The Centers for Disease Control and Prevention (CDC) has a message for baby boomers: Contact a health professional and ask them to test you for hepatitis C.

One-time tests for hepatitis C can save lives by detecting the disease before symptoms appear and in time to be considered for CONTRIBUTED PHOTO - Serene Perkins, MD, liver and pancreas surgical oncologist at Legacy Medical Group and director of the International Surgery Program at Oregon Health & Science University says that at-risk individuals should be tested for Hepatitis C and, hopefully, have the disease detected as early as possible.

“Don't be afraid. Get tested,” said Serene Perkins, MD, liver and pancreas surgical oncologist at Legacy Medical Group and Director of the International Surgery Program at Oregon Health & Science University. “The most important thing is to catch it as early as possible.”

A liver disease resulting from infection with the hepatitis C virus, a common blood-born pathogen, the disease eventually can lead to cirrhosis of the liver and, ultimately, liver cancer. According to the Oregon Department of Health, in the United States from 2.7 to 3.9 million people are infected with the hepatitis C virus. But some people do not know they have the disease. Many are asymptomatic. In acute hepatitis C, symptoms may include jaundice, fatigue, dark urine, abdominal pain and nausea.

Although younger individuals, including those exposed by contaminated equipment during tattooing or body piercing, may also have reasons to be tested, baby boomers were singled out by the CDC because of the high amount of illicit injectable drug use that occurred in this cohort when they were in their 20s and 30s. Even just a once-in-a-lifetime illicit injectable drug use 30 years ago could have infected a person with hepatitis C, especially in light of the lack of awareness back then that sharing and reusing needles is dangerous.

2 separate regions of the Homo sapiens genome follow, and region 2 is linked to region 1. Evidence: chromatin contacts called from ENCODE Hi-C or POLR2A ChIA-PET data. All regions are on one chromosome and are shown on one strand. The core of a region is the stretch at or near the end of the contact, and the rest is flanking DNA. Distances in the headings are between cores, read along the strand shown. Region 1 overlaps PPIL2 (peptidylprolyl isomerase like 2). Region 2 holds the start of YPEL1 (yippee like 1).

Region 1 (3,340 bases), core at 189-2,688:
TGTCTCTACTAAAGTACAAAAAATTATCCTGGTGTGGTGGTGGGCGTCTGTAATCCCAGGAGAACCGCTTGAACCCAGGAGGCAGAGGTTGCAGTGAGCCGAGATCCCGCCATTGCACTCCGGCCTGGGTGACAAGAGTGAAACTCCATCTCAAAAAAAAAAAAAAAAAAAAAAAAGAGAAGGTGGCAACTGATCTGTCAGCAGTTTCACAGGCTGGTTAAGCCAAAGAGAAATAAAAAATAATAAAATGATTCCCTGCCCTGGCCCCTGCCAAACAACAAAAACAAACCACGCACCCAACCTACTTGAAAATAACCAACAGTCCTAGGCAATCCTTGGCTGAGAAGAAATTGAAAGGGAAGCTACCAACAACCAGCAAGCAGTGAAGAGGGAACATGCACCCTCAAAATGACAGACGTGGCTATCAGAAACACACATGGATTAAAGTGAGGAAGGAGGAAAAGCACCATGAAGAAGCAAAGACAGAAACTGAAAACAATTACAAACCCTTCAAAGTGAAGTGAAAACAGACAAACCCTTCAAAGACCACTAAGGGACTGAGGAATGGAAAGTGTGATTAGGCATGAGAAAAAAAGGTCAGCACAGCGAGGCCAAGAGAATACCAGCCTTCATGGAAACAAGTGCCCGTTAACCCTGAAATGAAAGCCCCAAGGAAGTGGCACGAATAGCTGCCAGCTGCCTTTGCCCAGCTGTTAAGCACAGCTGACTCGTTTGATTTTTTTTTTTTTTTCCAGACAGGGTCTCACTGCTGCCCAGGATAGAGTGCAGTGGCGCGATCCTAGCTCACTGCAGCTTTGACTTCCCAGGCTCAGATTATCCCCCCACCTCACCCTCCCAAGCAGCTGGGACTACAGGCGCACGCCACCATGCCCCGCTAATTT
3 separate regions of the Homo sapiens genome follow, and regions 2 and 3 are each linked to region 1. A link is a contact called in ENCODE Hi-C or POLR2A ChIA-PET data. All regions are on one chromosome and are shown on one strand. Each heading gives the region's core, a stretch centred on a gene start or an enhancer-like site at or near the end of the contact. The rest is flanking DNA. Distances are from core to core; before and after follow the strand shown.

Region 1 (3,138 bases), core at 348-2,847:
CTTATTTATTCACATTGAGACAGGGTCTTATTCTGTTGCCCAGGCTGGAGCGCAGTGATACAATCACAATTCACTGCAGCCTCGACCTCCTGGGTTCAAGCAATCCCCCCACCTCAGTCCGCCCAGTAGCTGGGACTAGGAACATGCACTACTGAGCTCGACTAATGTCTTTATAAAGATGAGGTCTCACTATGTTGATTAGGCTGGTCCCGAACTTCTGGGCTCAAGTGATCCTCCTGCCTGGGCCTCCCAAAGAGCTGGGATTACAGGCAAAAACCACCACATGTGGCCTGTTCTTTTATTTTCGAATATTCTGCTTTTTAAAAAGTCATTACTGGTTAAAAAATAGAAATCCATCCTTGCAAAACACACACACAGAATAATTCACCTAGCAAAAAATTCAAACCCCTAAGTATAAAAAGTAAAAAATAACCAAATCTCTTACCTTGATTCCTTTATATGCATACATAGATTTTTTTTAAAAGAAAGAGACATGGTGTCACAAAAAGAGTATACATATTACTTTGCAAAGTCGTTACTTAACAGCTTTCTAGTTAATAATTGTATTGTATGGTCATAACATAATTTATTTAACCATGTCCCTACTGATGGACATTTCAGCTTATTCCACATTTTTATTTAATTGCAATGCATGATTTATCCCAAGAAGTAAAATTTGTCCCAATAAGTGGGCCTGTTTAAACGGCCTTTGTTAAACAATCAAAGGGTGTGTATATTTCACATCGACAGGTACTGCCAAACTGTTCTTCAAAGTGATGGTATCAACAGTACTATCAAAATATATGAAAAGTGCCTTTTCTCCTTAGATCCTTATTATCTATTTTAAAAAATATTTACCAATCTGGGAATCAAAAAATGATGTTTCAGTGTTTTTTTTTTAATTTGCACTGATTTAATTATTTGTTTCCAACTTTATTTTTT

“IV drug use is common today as well, and we are seeing a resurgence of hepatitis C in these young people,” Perkins said.

And it's not just drug users who should  be tested. Those who had blood transfusions and organ transplants prior to 1992, when the risk of becoming infected was approximately one in 200 transfused units ( according to Iowa Department of Health), are also at risk of carrying the virus.

State health departments warn that other potential risks for transmission include sex, long-term hemodialysis, sharing straws for intranasal cocaine use and occupational blood exposure.

If a person tests positive for hepatitis C, then the next step is to see a gastroenterologist.

“If tested positive, although they seem healthy, it can be deceiving,” Perkins said. “They may already have cirrhosis of the liver.”

Perkins added that children born to women who test positive for the virus should also be tested.

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